A similar scheme was practised by some unscrupulous companies back when the long-distance telephone market was deregulated in both Canada and the United States. It had a very descriptive term — “slamming”. If I remember correctly, the process involved the victim endorsing a low-value cheque payable to the victim from the new long-distance company, with the fine print stating that you wished to switch from your current long-distance carrier to the new one. This practise was outlawed, but regulators have been playing catch-up with the Internet since day one.

So how do you know if an invoice you received is genuine, and how do you find out when your domain really expires? Because domains are renewed on an annual (or longer) basis and we are all used to receiving monthly invoices to remind us to pay for services, it’s easy to forget the answers to both of those questions. It has even happened to Microsoft, believe it or not, when they forgot to renew The best way to find out is to go to a reputable domain registrar, or the site of the single registration authority (from which registrars get their authority) for your top-level domain (TLD). In the case of, just use the form on their home page to check your domain. Since your domain is “taken” (by you, of course), you can click on the link on the page displaying the results of your search, and you will see a new page detailing (among other things) who your current registrar is and when your domain expires. If your domain really is about to expire, you can then go to your registrar’s home page and use their Web site to renew your domain. If all else fails, please contact us if you are not sure and we will decisively determine when your domain expires, who your registrar is, and who you should be paying.

As an aside, NinerNet Communications recently started accepting domain registrations. While we still think that is one of the best registrars out there (and certainly far superior to the likes of Network Solutions / Verisign), we would be happy and honoured to accept new domain registrations, renewals and transfers. Since this is a new service, we don’t yet have an automated system in place. Please contact us for the details.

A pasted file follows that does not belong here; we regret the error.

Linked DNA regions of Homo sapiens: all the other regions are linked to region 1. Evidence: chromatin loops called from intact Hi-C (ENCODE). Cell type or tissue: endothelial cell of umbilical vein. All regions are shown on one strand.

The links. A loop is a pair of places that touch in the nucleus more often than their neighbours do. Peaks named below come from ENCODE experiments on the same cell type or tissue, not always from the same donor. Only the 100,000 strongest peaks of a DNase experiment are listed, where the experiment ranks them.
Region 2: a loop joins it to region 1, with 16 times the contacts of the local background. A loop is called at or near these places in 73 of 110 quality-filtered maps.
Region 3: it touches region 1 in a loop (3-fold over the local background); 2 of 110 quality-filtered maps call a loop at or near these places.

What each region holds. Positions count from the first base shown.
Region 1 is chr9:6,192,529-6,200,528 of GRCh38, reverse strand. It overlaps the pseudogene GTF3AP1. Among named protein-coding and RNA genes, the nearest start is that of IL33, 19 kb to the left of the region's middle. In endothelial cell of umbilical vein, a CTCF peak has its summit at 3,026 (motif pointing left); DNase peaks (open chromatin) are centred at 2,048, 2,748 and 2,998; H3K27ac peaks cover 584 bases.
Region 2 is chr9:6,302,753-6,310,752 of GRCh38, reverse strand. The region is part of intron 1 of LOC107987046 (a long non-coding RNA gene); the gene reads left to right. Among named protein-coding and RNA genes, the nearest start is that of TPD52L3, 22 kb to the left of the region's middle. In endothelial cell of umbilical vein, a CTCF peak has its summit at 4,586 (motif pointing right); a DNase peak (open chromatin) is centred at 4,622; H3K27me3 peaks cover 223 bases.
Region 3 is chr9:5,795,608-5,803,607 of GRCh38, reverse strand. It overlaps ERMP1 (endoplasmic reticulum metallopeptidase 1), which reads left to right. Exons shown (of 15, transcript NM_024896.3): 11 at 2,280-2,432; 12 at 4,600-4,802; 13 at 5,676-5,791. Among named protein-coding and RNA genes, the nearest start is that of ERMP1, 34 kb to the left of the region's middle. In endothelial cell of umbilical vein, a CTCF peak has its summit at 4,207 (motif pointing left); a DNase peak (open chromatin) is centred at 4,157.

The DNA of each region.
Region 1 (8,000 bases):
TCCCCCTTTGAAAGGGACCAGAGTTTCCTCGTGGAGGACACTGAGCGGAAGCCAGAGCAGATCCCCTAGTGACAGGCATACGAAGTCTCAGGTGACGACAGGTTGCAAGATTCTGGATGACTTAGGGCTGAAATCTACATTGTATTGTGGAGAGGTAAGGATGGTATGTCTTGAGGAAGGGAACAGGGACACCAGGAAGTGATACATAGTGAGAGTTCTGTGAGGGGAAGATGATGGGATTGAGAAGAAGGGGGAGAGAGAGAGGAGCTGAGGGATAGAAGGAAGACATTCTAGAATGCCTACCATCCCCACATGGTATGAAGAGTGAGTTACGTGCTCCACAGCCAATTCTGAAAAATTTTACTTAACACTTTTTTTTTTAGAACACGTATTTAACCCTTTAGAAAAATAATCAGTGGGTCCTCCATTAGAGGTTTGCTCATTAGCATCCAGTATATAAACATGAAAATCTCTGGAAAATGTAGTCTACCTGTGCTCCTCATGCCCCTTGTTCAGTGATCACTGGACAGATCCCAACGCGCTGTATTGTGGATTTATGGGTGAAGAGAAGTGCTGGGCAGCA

Finally, here is a description of an official-looking “invoice” sent out by the “Domain Registry of Canada”. It arrives in a #10, plain, brown window envelope with a red maple leaf in the top, left-hand corner and the words “Domain Registry of Canada” to the right of the maple leaf. A similar layout is reproduced at the top of the actual “invoice”, which is printed on white paper using black and red ink. It refers to a domain that is probably registered to you and warns you that you risk “loss of your online identity” and that your “current domain name must be renewed” (emphasis is on the “invoice”). It then suggests several possible renewal periods for your existing domain (up to five years) and then suggests several other similar domains that you should register. Payment is accepted by cheque or credit card and is requested to be sent to a post office box in Thornhill, Ontario, Canada. A white return envelope (requiring postage) is included, completing the invoice-like package.

Sorry this was so long, but we felt that this was important enough to warrant a full explanation. If you have any questions or concerns, please let us know.

Here are some links pertinent to this scam:

Scanned images of an “invoice” package:

NinerNet home page


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This is the corporate blog of NinerNet Communications. It's where we post announcements, inform and educate our clients, and discuss issues related to the Internet (web and email) hosting business and all it entails. This includes concomitant industries and activities such as domain registration, SSL/TLS certificates, online back-up, virtual private servers (VPS), cloud hosting, etc. Please visit our main website for more information about us.